I was lucky enough to live within reach of the famous College of Psychic Studies in South Kensington (where Arthur Conan Doyle was once president) and for a while the place began to feel like my second home. Fast-forward a few years, and the same cynical journalist who had enrolled on a one-day course for a laugh – ha ha – was at the local tube station handing out fliers offering tarot readings.
People responded to the fliers, and then recommended my readings to their friends. I had to pull back a bit or I would never have had time to write.
Today the tarot is an inextricable part of my life. I don’t just offer readings, I also write mystery novels starring a tarot-reading detective. And just like my detective heroine, I ruminate with my cards over almost every decision I ever make – including, in fact, the one to change my pen name. (Against the publisher’s advice, and somewhat to their annoyance, I am writing these novels under the pseudonym E V Harte.)
I pull cards before work meetings and after arguments; I pull cards, in their absence, to check on the wellbeing of family or friends and, indeed, for updates on the current state of any enemies. I pulled cards mid election campaign – and got the Five of Swords and the Five of Cups, implying to me that we were engaged in a vicious and pointless fight from which our country would stagger on, sick and enfeebled.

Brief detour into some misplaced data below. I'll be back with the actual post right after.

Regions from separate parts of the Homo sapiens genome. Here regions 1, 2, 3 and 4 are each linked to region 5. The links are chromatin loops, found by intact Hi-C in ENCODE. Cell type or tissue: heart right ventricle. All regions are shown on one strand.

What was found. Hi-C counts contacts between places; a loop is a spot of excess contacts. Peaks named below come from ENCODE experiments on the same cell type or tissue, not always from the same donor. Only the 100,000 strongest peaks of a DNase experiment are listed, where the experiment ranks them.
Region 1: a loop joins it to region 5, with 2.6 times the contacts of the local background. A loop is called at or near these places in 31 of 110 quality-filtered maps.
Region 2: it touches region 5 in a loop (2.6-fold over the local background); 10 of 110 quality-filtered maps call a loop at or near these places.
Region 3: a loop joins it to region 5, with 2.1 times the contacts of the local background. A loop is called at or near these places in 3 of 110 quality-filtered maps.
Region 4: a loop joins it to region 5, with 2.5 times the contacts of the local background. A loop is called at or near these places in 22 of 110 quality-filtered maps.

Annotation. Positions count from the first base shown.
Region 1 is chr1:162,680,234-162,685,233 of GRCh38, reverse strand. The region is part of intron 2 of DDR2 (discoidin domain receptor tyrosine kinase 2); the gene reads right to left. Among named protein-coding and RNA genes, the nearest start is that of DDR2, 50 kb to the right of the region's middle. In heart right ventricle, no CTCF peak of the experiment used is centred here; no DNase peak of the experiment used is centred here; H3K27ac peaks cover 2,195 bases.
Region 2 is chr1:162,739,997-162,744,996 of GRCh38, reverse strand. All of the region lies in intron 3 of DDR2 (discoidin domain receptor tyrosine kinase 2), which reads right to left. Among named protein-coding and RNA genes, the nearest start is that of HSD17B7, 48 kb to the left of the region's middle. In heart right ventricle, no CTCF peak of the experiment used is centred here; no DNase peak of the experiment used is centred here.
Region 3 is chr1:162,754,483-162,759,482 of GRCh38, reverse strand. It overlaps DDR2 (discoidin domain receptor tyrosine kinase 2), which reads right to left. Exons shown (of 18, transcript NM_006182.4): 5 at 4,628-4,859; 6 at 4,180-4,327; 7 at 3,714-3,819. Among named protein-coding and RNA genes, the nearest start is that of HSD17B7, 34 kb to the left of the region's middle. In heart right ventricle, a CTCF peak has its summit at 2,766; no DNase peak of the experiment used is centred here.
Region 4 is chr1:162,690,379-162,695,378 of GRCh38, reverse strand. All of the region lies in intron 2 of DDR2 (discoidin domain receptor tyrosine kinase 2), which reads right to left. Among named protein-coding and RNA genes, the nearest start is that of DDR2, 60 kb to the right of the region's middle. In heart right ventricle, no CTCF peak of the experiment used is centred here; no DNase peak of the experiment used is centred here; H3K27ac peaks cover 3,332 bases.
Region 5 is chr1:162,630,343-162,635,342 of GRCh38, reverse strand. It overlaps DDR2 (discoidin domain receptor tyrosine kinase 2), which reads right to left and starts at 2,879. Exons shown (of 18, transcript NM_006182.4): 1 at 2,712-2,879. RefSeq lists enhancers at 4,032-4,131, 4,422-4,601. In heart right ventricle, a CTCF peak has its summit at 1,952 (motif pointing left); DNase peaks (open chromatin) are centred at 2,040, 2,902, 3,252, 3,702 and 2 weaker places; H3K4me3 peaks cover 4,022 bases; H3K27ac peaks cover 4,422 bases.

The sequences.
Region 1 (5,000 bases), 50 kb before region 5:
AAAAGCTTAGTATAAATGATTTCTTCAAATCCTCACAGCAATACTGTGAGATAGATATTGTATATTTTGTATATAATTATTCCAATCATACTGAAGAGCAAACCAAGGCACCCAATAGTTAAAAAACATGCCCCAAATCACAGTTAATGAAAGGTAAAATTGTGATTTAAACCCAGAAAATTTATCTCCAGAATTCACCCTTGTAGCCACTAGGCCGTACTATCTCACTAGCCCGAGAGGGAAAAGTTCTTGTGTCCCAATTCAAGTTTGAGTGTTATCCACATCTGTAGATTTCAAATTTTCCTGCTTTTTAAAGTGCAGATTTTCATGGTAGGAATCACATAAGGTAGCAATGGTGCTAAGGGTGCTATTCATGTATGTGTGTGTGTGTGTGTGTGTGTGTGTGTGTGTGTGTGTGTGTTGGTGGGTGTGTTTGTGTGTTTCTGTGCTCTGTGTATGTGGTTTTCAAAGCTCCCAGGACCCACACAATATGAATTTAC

Sometimes, when I think I’m using them too much, I hide the cards somewhere I know I’ll be too lazy to fetch them. Card readings can be addictive – for clients, too, especially if they didn’t like the answer the cards gave them first time round. I tell people they shouldn’t return for readings more than three times a year – and certainly not if they’ve come to ask the same question again. Apart from anything, it’s a waste of money.
No, the tarot cannot tell the future – but, yes, it will pick up on the myriad influences surrounding you at the time of a reading and suggest to you, with some accuracy, where things may be headed. So if the guy didn’t want to marry you in mid-April, he probably still won’t want to marry you in May. Unless you’ve won the lottery since then. And if you have – guess what? The cards might already have spotted it coming…
Daisy’s latest novel, The Prime of Ms Dolly Greene under the pseudonym E V Harte, will be published by Constable on 7 September, price £8.99. To pre-order a copy for £7.19 (a 20 per cent discount) until 27 August, visit you-bookshop.co.uk or call 0844 571 0640, p&p is free on orders over £15. If you would like to book a tarot reading with Daisy, go to daisywaugh.com.